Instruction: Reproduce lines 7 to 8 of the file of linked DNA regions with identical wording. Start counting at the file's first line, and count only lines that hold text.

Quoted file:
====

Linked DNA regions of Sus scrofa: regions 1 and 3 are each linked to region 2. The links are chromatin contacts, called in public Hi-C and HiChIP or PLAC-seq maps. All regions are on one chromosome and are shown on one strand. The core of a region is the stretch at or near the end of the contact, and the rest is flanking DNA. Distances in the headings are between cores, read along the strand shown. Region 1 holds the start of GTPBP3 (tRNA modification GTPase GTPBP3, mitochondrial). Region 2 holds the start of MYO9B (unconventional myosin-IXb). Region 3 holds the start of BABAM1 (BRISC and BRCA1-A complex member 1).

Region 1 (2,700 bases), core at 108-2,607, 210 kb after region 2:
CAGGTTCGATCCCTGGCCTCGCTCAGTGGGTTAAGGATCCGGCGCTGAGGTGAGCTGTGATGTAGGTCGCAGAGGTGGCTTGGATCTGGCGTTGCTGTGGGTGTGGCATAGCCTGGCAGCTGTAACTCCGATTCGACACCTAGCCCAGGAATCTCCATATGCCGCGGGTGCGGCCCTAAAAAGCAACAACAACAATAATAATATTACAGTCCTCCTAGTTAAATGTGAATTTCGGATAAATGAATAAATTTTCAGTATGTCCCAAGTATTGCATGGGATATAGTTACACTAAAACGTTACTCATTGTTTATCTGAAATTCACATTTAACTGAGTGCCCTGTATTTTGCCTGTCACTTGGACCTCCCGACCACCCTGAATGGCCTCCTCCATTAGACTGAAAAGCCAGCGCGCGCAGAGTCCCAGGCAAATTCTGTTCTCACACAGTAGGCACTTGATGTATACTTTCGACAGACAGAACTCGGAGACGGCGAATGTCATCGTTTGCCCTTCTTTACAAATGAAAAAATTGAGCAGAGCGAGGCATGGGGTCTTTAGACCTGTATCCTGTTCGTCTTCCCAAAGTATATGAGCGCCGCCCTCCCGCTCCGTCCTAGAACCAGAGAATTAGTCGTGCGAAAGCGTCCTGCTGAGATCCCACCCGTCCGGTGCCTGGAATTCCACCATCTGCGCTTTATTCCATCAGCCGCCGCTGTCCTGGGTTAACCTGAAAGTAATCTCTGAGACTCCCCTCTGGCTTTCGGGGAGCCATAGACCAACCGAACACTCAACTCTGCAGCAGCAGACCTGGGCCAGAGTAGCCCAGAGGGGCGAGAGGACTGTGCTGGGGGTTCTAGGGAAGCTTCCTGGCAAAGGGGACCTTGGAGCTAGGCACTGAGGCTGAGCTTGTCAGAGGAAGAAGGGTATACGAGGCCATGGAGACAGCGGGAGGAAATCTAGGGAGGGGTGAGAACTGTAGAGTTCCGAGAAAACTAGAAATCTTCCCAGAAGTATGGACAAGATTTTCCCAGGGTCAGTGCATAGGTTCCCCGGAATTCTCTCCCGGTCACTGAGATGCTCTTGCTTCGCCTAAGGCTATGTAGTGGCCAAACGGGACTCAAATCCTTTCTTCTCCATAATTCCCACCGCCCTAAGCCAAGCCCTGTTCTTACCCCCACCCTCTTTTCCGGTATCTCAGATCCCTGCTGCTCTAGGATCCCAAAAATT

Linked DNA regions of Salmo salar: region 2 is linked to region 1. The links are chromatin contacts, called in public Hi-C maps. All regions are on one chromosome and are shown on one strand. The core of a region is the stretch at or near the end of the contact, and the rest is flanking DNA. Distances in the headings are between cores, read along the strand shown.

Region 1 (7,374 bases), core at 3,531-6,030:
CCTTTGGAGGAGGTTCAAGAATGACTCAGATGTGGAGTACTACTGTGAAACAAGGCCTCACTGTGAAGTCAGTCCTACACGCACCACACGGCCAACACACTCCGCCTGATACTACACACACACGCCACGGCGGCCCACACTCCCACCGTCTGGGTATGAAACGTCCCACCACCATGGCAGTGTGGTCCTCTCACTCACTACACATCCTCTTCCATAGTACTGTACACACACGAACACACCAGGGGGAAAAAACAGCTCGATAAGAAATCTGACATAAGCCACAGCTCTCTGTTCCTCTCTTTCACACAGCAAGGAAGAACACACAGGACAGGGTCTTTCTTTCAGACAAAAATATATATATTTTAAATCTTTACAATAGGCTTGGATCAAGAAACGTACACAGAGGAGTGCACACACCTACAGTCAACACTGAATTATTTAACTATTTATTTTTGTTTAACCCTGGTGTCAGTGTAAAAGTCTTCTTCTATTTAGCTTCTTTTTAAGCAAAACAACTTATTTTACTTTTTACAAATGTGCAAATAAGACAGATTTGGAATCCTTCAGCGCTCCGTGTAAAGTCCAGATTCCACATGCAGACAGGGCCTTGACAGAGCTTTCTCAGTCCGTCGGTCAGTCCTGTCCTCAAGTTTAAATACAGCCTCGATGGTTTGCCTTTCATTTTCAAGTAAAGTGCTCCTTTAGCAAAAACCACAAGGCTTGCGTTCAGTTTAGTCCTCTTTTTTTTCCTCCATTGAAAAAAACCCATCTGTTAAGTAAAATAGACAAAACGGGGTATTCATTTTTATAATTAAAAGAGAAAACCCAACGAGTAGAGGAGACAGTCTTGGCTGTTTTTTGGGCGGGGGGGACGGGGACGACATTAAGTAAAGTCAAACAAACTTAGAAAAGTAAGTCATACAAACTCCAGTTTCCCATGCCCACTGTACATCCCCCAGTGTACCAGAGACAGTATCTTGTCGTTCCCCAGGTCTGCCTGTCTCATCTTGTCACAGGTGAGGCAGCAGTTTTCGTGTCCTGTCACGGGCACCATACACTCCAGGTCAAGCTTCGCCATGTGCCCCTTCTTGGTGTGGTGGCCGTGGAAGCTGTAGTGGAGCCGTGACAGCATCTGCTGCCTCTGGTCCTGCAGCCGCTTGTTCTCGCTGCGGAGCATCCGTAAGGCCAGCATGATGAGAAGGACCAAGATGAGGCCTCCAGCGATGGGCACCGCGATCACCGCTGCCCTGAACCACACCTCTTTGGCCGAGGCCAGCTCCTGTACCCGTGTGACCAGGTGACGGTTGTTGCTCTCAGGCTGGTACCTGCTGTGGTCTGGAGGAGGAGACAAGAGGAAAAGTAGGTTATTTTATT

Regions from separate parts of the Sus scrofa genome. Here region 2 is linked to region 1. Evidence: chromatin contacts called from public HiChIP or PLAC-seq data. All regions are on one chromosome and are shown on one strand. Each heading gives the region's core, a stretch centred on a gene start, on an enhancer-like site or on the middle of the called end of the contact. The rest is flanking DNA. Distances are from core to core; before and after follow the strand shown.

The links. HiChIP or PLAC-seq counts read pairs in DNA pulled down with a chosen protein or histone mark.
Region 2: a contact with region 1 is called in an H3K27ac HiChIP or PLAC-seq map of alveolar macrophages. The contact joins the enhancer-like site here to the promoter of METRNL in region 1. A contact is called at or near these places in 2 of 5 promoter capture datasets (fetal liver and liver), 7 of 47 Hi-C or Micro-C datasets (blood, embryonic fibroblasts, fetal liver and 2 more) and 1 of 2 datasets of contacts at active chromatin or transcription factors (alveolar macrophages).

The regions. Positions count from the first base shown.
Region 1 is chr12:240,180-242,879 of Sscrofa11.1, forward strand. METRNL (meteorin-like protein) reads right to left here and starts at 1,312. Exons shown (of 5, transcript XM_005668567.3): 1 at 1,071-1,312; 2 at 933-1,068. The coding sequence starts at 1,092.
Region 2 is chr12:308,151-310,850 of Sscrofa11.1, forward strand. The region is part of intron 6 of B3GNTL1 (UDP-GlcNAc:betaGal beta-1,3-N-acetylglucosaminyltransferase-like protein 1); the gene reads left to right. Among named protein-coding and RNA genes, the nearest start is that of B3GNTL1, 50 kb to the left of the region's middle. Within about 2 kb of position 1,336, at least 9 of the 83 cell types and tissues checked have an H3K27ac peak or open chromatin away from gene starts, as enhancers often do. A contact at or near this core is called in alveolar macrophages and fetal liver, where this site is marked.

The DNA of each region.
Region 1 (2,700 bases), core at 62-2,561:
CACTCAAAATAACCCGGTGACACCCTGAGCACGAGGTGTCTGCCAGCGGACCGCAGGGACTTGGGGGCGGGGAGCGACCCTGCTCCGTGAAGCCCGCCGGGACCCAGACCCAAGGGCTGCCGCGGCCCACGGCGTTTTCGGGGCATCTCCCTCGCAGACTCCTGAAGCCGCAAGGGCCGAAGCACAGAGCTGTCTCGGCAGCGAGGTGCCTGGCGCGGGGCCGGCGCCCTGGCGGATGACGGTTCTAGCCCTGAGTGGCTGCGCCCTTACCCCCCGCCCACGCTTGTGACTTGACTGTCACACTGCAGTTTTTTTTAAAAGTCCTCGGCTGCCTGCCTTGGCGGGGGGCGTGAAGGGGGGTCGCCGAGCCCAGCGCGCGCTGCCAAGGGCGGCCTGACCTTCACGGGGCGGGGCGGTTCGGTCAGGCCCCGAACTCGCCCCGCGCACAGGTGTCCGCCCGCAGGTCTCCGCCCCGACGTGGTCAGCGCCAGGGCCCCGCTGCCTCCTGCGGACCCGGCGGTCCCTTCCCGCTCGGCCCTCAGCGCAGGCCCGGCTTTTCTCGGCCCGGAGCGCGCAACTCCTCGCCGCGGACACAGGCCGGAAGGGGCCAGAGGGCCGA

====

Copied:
Regions from separate parts of the Sus scrofa genome. Here region 2 is linked to region 1. Evidence: chromatin contacts called from public HiChIP or PLAC-seq data. All regions are on one chromosome and are shown on one strand. Each heading gives the region's core, a stretch centred on a gene start, on an enhancer-like site or on the middle of the called end of the contact. The rest is flanking DNA. Distances are from core to core; before and after follow the strand shown.

The links. HiChIP or PLAC-seq counts read pairs in DNA pulled down with a chosen protein or histone mark.